Observing Robert’s work gives rise to many thoughts. The photo of him as a gymnast leads inevitably to thoughts of Icarus and to W. H. Auden’s poem, “Musee de Beaux Arts,” with its discussion of Breughel’s Icarus, and of how everything turns away from suffering. Robert's work does not allow us the luxury of "turning away."

For anyone struck by an overwhelming injury, many ways exist for the person himself or herself to “turn away, “ to deny, to strike out in anger, or simply to seek to ignore what has happened. Obviously something of tremendous importance has happened to Robert, and he sometimes makes me remember the Joy Hopewell, the central character in Flannery O’Connor’s short story, “Good Country People.” Having lost her leg and confronting a life with an artificial leg, Joy Hopewell changes her name to Hulga and decides she “believes in nothing.”  I resist the temptation to summarize what goes on in this wonderful story; it is a one of those works that is an absolute delight, which may seem a strange way to describe Hulga's encounter with a man who tells her that he has been believing in nothing since he was ten years old.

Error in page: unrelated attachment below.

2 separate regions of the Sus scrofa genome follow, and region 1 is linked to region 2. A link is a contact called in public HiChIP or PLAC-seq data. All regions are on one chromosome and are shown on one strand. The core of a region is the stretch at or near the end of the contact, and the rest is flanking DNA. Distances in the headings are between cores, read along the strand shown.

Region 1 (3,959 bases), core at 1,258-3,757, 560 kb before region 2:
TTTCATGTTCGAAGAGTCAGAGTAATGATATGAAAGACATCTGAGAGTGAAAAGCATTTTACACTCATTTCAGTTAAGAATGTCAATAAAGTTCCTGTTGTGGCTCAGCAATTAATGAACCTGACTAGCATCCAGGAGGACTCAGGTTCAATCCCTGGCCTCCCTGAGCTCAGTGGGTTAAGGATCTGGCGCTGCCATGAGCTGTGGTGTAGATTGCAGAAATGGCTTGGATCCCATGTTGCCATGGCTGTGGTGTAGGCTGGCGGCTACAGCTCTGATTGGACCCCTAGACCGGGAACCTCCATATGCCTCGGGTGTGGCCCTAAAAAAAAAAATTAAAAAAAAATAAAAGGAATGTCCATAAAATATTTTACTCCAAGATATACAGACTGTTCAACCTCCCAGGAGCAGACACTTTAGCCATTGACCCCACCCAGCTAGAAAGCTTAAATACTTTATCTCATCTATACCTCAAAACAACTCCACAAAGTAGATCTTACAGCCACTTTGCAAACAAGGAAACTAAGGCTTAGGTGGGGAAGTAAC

Robert is not a man who has given up being joyful; nor does he avoid making us confront what may be uncomfortable. He clearly believes in something, starting with his ability to construct and communicate complex and moving visions through photography. He has connected that ability with his own valuing of himself. Prior to his injury, he expressed that valuing through photographs of himself that in their expression of the freedom of movement through the air and the triumph over gravity. The work he exhibits in ArtPrize reflect a different kind of triumph on his part and on the part of the courageous men he presents.